A comparison of two herbal dry off treatments to conventional antibiotic or no treatment determined that herbal treatments are competitive with conventional therapy at dry off. The herbal treatments tested, Phyto-Mast and Cinnatube, were just as successful as conventional therapy in curing infections during the dry period but not significantly better than no treatment. Cinnatube was significantly better than no treatment at preventing infections from occurring. Milk quality was not negatively affected by the use of any treatment. These herbal treatments are recommended for use if mastitis during the dry period and antibiotic use are of concern to the farmer.
Inflammation of the mammary gland, or mastitis, is one of the most costly health issues of dairy farms; it is estimated that each clinical case costs an average of $179 due to milk loss, increased mortality and treatment costs on conventional dairy farms (Bar et al., 2008). In dairy cows, mastitis is most frequently caused by a bacterial infection. Infection can occur during lactation or in the dry period (between the end of lactation and parturition) as a result of contact with contagious or environmental pathogens (National Mastitis Council, 1997). Prophylactic use of antibiotics 60 days before parturition at the time of drying off has been shown to be effective in treating current and preventing future bacterial infections (Neave et al., 1966). However for organic producers, national organic standards prohibit the use of synthetic antibiotics in organic dairy cattle except as a last resort. If an organic dairy cow receives antibiotics she must be removed from the herd (Electronic Code of Federal Regulations, 2013). Many herbal products are available to organic dairies as alternatives to antibiotic therapy but clinical testing of their efficacy is lacking, allowing for skepticism of their efficacy (Ramey, 2007). Plant-derived antimicrobials have shown promise in vitro as treatments for mastitis; trans-cinnamaldehyde (from cinnamon bark), thymol (from oregano oil) and eugenol (from clove oil) were shown to be effective in milk culture versus several major mastitis pathogens (Baskaran et al., 2009). Thymol is one of several ingredients in Phyto-Mast (Penn Dutch Cow Care, Narvon, PA), an herbal intramammary product labeled for improving milk quality. The purpose of this project was to engage organic dairy farmers in testing the efficacy of herbal alternatives to antibiotics for mastitis treatment in dairy cattle. This study assessed Phyto-Mast and Cinnatube (New AgriTech Enterprises, Locke, NY) as dry off treatments in four commercial dairy herds and one research herd. Phyto-Mast and Cinnatube are both made of naturally-occurring herbal extracts known to stimulate the immune system or have antibacterial effects. A preliminary study comparing Phyto-Mast to antibiotic or no treatment revealed no statistically significant difference in milk yield or somatic cell score which is a measure of mammary infection level (Mullen et al., 2010). That study was in a single 180-cow herd whereas the current study expands the preliminary study to include more farms and another herbal dry treatment strategy. The goal of the current study was to engage North Carolina organic farmers in research and provide them with reliable information regarding the efficacy of available alternatives to antibiotics.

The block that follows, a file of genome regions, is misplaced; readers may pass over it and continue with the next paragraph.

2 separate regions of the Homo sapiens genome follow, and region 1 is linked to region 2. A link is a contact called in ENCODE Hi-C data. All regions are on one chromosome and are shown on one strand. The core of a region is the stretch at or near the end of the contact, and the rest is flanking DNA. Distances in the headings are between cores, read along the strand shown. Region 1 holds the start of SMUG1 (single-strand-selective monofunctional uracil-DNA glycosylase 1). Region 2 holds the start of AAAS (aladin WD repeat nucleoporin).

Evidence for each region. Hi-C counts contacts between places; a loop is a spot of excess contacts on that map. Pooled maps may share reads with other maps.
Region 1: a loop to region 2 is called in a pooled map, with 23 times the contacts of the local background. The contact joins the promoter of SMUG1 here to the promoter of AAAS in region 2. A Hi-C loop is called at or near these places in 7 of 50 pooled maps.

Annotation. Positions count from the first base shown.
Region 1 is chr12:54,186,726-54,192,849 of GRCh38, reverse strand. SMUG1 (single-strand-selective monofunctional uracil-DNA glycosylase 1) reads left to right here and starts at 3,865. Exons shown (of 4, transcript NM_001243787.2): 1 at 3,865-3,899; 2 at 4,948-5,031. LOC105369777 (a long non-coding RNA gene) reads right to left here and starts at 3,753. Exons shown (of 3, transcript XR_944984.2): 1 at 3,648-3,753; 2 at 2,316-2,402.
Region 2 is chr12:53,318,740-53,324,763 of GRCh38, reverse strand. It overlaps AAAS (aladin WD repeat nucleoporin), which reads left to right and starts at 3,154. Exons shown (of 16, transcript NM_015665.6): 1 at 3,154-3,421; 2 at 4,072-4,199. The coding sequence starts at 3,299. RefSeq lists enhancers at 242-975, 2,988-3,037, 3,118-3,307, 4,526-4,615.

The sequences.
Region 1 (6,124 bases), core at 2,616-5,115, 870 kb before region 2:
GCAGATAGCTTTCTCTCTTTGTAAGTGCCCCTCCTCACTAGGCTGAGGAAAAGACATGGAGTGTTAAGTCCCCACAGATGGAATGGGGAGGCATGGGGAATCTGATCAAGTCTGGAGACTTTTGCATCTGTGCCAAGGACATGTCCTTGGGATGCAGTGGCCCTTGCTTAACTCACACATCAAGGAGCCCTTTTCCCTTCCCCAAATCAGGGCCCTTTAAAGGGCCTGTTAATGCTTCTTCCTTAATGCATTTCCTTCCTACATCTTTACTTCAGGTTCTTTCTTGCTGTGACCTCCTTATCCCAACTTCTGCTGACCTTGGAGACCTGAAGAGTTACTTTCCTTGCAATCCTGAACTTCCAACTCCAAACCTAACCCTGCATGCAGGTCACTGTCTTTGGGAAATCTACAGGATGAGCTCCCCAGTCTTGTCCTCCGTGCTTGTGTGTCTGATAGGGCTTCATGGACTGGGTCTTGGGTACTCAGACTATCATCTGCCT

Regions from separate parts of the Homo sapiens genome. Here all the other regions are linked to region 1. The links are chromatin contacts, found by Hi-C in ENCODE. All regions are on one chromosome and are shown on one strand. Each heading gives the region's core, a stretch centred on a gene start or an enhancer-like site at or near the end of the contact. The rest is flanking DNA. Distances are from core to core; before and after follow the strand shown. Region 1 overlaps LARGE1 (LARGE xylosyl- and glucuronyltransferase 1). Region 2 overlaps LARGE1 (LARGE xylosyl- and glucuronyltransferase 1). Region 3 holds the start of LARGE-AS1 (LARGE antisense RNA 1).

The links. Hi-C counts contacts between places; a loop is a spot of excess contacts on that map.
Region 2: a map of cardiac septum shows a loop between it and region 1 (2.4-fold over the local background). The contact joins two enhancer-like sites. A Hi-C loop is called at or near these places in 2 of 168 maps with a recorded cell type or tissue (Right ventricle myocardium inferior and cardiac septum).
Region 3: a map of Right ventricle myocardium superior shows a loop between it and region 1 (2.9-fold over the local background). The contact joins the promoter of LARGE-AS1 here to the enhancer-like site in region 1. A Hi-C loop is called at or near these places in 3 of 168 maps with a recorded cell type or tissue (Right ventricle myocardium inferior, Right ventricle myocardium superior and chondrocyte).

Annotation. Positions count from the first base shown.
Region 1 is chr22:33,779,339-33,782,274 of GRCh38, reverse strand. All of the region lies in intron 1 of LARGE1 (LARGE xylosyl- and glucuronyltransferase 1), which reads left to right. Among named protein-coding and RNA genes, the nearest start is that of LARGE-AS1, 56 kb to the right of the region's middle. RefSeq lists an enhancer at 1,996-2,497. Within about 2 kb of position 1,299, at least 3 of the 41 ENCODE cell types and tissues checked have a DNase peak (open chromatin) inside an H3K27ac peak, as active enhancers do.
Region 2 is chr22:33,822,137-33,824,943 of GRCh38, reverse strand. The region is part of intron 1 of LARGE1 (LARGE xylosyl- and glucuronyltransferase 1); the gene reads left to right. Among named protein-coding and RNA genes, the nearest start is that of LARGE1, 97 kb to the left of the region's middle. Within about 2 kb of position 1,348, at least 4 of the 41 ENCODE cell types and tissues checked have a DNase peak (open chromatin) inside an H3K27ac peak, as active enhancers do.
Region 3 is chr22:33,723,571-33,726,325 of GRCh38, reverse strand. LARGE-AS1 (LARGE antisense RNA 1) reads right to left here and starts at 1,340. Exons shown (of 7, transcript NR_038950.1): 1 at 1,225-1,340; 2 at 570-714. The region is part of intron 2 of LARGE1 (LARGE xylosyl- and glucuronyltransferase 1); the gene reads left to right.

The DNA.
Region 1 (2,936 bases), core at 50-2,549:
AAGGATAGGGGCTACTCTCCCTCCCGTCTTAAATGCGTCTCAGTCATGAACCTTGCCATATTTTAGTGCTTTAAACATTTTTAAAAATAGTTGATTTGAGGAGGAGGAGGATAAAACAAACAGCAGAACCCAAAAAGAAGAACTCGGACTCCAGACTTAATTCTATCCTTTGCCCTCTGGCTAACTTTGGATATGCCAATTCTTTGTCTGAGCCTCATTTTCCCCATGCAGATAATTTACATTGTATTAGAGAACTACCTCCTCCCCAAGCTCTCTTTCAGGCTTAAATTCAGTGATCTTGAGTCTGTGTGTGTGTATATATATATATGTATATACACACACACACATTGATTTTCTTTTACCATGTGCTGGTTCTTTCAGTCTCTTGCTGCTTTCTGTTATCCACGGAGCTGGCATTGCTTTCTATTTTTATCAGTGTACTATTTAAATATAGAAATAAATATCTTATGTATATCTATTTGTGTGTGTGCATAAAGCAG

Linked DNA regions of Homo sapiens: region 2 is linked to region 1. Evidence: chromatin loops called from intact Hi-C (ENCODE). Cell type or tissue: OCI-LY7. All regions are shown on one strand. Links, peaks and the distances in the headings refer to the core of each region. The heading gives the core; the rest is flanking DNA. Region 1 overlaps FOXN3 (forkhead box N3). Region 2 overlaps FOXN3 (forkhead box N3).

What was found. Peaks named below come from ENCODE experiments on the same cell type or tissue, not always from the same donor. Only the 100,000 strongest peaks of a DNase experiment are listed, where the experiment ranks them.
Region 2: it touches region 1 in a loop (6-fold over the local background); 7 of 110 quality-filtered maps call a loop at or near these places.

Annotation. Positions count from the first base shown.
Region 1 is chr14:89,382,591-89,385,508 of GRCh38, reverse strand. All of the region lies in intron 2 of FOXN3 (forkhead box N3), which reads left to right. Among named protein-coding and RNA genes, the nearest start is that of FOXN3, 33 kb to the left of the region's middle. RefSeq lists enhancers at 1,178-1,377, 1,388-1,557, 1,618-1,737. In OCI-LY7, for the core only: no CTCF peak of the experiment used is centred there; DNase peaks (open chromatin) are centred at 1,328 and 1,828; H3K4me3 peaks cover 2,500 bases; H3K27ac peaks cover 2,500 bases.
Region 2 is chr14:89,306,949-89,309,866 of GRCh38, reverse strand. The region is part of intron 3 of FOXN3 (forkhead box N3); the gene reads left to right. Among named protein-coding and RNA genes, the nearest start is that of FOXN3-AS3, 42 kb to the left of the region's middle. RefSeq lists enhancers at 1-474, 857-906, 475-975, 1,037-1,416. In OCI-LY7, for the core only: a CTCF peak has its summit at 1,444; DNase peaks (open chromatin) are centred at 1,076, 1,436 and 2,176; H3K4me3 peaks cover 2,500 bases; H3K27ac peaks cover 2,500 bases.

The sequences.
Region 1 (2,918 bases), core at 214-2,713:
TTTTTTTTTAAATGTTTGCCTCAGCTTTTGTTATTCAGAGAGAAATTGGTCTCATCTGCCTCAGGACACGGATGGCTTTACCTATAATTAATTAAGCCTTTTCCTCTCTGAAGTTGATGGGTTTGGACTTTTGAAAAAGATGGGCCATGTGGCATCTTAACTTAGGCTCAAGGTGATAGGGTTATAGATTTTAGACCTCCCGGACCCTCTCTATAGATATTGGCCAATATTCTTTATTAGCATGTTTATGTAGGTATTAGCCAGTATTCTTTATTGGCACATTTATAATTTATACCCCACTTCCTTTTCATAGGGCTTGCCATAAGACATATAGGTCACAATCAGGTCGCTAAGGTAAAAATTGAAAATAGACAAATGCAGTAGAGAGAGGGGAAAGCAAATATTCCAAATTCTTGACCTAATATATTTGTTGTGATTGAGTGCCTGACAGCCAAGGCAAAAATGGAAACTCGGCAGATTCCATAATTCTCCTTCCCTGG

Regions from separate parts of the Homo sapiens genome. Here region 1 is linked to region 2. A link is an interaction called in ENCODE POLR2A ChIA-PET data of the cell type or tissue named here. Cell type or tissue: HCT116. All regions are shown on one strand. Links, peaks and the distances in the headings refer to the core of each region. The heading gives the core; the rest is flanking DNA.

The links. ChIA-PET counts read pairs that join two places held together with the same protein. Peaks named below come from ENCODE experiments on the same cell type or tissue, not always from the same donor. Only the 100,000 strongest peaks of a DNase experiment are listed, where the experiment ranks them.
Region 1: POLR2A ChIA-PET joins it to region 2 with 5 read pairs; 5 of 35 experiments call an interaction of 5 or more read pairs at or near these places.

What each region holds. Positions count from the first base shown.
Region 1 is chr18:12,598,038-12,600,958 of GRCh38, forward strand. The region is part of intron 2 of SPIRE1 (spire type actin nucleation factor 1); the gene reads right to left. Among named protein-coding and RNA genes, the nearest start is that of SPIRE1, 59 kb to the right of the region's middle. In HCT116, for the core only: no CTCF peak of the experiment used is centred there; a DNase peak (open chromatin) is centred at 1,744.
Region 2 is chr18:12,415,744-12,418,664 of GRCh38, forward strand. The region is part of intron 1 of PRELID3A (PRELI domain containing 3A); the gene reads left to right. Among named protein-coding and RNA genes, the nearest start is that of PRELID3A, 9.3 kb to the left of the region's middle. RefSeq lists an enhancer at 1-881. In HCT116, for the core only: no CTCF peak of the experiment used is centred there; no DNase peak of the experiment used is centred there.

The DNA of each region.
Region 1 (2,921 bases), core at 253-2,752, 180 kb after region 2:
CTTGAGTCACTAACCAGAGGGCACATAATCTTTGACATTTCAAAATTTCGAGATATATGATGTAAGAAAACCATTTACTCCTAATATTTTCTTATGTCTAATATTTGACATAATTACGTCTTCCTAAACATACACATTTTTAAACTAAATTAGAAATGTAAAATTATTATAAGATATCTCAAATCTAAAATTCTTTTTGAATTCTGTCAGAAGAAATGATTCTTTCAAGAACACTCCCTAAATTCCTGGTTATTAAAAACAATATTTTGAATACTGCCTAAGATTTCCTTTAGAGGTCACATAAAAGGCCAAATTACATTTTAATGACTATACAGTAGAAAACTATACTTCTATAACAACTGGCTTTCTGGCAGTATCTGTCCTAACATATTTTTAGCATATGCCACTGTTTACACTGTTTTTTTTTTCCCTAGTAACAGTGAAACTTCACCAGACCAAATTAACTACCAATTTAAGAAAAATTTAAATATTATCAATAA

1.) Engage dairy farmers in mastitis research by teaching them how to administer intramammary products and how to take milk samples aseptically 1a.) Provide each dairy with a milk collection kit 2.) Determine the efficacy of Phyto-Mast and Cinnatube: 2a.) Assign treatments to each herd to increase the power of the experiment 2b.) Assess the presence and amount of bacteria on each participating farm prior to treatment and after freshening 2c.) Measure milk production and somatic cell count of each cow and compare between the pre-treatment lactation and post-treatment lactation production and somatic cell count